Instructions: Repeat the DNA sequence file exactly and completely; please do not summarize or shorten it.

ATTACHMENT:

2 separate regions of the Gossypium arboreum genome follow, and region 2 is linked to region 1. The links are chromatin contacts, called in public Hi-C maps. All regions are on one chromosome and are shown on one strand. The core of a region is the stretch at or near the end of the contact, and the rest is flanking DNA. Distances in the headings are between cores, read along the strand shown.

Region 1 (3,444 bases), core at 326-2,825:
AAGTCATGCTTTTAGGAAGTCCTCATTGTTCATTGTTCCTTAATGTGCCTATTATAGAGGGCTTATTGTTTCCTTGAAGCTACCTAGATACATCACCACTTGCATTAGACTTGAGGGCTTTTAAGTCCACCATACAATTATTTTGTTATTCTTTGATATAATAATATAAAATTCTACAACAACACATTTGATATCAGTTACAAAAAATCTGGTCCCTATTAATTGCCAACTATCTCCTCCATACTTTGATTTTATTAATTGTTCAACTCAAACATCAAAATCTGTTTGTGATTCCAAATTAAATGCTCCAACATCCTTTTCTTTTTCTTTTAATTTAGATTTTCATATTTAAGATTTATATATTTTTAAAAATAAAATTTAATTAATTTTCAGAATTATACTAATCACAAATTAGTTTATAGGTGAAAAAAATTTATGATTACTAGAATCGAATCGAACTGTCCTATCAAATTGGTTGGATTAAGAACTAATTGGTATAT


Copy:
2 separate regions of the Gossypium arboreum genome follow, and region 2 is linked to region 1. The links are chromatin contacts, called in public Hi-C maps. All regions are on one chromosome and are shown on one strand. The core of a region is the stretch at or near the end of the contact, and the rest is flanking DNA. Distances in the headings are between cores, read along the strand shown.

Region 1 (3,444 bases), core at 326-2,825:
AAGTCATGCTTTTAGGAAGTCCTCATTGTTCATTGTTCCTTAATGTGCCTATTATAGAGGGCTTATTGTTTCCTTGAAGCTACCTAGATACATCACCACTTGCATTAGACTTGAGGGCTTTTAAGTCCACCATACAATTATTTTGTTATTCTTTGATATAATAATATAAAATTCTACAACAACACATTTGATATCAGTTACAAAAAATCTGGTCCCTATTAATTGCCAACTATCTCCTCCATACTTTGATTTTATTAATTGTTCAACTCAAACATCAAAATCTGTTTGTGATTCCAAATTAAATGCTCCAACATCCTTTTCTTTTTCTTTTAATTTAGATTTTCATATTTAAGATTTATATATTTTTAAAAATAAAATTTAATTAATTTTCAGAATTATACTAATCACAAATTAGTTTATAGGTGAAAAAAATTTATGATTACTAGAATCGAATCGAACTGTCCTATCAAATTGGTTGGATTAAGAACTAATTGGTATAT